Stream Restoration Monitoring Utilizing an Unmanned Aerial Vehicle, Teton Creek, Idaho

Thursday, 18 December 2014
Tobin Stegman, University of Wyoming, Laramie, WY, United States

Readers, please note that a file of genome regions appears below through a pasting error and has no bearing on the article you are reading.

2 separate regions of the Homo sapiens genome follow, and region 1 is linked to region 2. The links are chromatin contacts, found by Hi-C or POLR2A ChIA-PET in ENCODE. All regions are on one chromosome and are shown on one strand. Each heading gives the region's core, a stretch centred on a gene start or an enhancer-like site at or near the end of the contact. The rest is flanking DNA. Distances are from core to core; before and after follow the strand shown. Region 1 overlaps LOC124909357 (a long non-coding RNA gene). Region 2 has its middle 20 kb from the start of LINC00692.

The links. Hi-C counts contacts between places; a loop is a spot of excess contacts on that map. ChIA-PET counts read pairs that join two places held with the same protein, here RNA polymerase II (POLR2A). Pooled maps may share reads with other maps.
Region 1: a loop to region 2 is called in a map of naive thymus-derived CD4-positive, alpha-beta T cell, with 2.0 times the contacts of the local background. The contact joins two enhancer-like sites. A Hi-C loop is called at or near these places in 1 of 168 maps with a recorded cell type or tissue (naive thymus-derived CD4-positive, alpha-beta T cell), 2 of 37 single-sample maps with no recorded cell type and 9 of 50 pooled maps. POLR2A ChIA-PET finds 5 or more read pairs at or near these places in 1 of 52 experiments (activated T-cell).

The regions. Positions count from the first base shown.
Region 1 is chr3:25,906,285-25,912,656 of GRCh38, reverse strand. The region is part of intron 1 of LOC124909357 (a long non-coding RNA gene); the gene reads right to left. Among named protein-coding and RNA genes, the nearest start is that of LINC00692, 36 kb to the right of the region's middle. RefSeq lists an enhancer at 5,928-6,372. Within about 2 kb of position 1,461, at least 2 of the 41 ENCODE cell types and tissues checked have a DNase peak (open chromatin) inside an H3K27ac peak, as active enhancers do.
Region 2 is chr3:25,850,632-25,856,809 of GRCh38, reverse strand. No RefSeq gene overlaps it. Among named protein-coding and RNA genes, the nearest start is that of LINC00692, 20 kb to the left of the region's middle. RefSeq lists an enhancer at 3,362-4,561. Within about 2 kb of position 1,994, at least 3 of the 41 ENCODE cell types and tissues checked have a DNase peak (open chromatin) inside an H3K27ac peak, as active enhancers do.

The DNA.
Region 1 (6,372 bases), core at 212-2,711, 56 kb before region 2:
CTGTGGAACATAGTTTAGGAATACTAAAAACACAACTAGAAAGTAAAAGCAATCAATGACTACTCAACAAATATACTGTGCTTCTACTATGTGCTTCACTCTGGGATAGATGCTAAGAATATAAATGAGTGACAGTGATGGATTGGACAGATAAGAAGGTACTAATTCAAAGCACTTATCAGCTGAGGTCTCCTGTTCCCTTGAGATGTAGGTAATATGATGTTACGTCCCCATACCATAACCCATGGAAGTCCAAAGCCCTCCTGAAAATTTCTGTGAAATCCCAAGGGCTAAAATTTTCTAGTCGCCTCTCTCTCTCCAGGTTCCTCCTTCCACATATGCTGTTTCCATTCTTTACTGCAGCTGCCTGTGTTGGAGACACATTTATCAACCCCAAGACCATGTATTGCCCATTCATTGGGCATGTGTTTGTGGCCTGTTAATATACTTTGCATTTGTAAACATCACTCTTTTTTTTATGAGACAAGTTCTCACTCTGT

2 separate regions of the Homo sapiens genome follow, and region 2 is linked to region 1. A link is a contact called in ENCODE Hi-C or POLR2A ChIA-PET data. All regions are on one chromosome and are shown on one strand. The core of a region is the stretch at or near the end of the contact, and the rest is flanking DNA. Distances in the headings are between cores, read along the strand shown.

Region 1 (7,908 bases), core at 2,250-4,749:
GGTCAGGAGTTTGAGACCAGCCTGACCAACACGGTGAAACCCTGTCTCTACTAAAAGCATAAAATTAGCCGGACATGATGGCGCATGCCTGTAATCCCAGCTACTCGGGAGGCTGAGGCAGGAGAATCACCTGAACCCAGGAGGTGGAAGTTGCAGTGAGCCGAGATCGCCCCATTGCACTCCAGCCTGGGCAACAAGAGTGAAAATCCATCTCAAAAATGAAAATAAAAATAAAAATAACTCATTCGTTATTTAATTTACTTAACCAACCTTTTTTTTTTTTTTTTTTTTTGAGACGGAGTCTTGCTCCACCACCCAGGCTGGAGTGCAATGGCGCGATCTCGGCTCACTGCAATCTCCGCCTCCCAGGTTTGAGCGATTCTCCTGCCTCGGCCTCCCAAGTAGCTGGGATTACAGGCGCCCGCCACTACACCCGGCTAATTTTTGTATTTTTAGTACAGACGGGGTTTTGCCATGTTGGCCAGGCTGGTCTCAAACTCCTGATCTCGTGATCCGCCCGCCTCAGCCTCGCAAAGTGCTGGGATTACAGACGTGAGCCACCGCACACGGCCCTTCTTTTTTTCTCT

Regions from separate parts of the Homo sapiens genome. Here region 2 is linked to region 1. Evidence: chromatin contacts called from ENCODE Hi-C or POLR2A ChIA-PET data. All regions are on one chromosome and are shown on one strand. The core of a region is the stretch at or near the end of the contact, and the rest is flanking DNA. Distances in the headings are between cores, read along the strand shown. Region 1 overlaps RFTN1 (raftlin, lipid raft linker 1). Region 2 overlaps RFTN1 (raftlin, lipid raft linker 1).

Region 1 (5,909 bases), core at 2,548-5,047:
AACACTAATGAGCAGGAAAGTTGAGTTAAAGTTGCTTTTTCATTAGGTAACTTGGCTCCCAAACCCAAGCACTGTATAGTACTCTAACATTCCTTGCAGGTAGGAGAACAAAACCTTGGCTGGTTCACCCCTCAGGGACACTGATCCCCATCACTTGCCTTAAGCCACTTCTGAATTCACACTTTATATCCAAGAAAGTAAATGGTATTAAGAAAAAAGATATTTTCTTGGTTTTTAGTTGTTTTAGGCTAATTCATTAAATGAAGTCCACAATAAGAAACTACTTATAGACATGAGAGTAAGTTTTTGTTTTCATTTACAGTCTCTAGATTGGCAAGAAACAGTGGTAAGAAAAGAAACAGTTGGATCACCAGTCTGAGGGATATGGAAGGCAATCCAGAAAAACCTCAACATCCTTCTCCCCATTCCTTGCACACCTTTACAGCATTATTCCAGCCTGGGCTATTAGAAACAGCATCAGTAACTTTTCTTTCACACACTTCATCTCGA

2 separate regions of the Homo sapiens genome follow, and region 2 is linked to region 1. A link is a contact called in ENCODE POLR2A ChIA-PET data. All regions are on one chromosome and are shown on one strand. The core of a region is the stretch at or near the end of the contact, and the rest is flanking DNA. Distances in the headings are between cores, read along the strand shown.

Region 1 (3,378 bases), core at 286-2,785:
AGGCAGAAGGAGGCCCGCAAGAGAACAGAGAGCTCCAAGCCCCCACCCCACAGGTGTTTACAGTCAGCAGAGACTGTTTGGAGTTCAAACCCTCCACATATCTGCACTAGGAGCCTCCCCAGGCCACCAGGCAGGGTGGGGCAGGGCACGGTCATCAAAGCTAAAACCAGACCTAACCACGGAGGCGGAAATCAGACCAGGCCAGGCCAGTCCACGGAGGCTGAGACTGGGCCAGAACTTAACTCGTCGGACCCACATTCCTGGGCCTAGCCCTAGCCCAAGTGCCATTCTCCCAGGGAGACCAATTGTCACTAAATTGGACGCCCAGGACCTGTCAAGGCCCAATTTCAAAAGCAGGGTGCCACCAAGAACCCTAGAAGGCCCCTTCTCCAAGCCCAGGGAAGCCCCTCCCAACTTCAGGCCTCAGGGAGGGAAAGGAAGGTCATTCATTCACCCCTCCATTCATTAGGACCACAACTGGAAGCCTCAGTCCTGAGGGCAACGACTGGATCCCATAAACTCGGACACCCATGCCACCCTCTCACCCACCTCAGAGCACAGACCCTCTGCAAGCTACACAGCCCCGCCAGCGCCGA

Stream restoration is a growing field in fluvial geomorphology. As demands on water resources increase the need for sustainable and healthy waterways becomes even more essential. This research investigates how an unmanned aerial vehicle (UAV) can be utilized for data collection necessary in stream restoration design and evaluation. UAV’s offer an inexpensive method to collect information on channel geometry and map grain size distributions of the bed material. This data is critical in hydraulic flow modeling and engineering plans needed to create a restoration design, as well as evaluate if an implemented project has met its goals. This research utilized a UAV and structure-from-motion photogrammetry to monitor a recent stream restoration project designed to reduce erosion on a 1.9 km reach of Teton Creek in Eastern Idaho. A digital elevation model of difference was created from an as-built field survey and a UAV derived terrain model to identify areas of erosion and deposition in the restoration reach. The data has shown relatively small areas of channel instability in the restoration reach, and has also identified sections which may require additional restoration activities in Teton Creek. The grain size distribution of Teton Creek was also mapped utilizing a UAV and digital photosieving techniques, for use in sediment transport equations in the restoration reach. Data collected quickly and inexpensively from a UAV is valuable to river managers to monitor restoration work. This research identifies the methods and materials needed for river managers to conduct UAV surveys of streams for use in restoration design and monitoring.